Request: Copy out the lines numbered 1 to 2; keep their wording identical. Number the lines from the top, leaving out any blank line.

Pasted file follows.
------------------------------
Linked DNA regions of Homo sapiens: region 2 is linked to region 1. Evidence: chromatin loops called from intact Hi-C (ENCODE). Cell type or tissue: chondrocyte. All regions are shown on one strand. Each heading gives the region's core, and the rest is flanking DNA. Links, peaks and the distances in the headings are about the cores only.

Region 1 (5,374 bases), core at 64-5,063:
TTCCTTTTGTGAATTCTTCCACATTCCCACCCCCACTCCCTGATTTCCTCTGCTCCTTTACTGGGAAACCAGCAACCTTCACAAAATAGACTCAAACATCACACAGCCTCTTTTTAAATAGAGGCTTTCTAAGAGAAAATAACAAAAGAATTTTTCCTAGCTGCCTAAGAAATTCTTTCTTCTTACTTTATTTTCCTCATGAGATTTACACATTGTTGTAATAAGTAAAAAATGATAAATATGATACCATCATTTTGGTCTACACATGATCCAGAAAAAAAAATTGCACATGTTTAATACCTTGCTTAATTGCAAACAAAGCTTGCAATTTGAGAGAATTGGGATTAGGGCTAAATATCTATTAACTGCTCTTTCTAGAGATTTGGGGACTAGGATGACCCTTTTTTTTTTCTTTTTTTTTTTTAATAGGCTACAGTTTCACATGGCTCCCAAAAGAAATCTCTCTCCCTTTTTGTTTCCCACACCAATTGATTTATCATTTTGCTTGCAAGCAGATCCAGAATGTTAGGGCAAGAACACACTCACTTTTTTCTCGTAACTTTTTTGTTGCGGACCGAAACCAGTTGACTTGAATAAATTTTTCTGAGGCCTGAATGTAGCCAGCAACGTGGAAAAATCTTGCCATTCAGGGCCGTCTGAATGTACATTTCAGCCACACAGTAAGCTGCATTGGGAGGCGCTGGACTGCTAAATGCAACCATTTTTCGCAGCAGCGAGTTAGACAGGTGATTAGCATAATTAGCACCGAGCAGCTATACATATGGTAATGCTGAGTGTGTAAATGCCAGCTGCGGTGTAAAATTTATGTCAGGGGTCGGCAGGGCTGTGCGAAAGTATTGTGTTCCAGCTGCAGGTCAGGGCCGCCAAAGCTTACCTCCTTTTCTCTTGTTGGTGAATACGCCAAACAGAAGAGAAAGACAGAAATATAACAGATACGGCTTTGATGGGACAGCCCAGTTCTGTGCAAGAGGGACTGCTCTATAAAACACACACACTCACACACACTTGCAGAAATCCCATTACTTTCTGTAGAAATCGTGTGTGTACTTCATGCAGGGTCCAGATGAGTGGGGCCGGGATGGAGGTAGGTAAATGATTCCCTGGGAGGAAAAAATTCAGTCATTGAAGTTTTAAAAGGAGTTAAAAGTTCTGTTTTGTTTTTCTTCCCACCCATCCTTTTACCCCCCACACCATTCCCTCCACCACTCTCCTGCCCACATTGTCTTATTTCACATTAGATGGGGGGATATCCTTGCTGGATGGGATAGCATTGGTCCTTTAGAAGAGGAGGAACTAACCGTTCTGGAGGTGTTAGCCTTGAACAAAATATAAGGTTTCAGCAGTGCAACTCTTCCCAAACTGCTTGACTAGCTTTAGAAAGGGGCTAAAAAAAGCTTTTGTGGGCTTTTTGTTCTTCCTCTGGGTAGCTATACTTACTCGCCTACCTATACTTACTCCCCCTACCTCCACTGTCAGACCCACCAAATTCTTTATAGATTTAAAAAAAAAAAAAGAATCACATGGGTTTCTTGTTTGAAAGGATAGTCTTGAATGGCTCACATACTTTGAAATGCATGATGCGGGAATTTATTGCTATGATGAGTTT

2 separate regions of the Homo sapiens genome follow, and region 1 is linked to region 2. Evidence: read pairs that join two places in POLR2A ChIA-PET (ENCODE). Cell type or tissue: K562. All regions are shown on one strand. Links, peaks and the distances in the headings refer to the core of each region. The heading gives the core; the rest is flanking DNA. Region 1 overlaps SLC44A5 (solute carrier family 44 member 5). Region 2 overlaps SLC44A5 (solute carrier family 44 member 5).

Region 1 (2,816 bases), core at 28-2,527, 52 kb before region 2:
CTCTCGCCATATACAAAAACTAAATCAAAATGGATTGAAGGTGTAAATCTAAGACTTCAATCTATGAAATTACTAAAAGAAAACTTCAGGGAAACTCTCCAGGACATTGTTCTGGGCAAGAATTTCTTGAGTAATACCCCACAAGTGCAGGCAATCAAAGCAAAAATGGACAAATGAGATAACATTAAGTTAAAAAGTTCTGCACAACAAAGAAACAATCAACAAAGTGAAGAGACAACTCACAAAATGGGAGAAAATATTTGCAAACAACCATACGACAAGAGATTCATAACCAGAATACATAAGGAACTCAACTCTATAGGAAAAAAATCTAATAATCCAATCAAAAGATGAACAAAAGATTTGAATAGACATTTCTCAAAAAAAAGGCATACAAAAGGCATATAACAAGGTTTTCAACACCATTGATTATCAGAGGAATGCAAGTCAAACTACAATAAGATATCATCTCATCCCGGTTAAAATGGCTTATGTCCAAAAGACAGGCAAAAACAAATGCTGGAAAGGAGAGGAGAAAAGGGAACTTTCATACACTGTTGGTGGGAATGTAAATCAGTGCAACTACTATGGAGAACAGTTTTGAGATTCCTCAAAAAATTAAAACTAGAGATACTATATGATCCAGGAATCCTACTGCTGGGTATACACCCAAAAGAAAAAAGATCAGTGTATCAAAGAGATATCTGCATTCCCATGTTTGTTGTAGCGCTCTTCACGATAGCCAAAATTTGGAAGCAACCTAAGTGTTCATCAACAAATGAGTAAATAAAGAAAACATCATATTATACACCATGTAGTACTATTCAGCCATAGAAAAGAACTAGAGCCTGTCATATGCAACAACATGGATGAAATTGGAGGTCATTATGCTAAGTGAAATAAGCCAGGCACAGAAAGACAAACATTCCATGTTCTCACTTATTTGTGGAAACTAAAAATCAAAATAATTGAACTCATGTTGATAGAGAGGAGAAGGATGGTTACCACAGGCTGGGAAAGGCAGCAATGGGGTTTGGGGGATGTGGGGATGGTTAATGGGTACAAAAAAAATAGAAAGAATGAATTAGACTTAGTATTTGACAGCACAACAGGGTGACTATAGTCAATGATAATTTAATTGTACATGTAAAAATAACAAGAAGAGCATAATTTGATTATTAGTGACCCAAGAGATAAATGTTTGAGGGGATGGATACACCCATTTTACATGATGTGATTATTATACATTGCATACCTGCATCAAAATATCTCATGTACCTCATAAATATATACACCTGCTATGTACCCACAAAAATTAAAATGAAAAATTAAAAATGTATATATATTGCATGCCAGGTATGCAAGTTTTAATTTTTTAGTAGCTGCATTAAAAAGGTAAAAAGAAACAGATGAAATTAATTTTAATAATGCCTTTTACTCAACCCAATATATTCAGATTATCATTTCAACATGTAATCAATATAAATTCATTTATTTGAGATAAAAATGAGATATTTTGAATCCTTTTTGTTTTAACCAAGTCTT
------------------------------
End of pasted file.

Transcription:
Linked DNA regions of Homo sapiens: region 2 is linked to region 1. Evidence: chromatin loops called from intact Hi-C (ENCODE). Cell type or tissue: chondrocyte. All regions are shown on one strand. Each heading gives the region's core, and the rest is flanking DNA. Links, peaks and the distances in the headings are about the cores only.

Region 1 (5,374 bases), core at 64-5,063: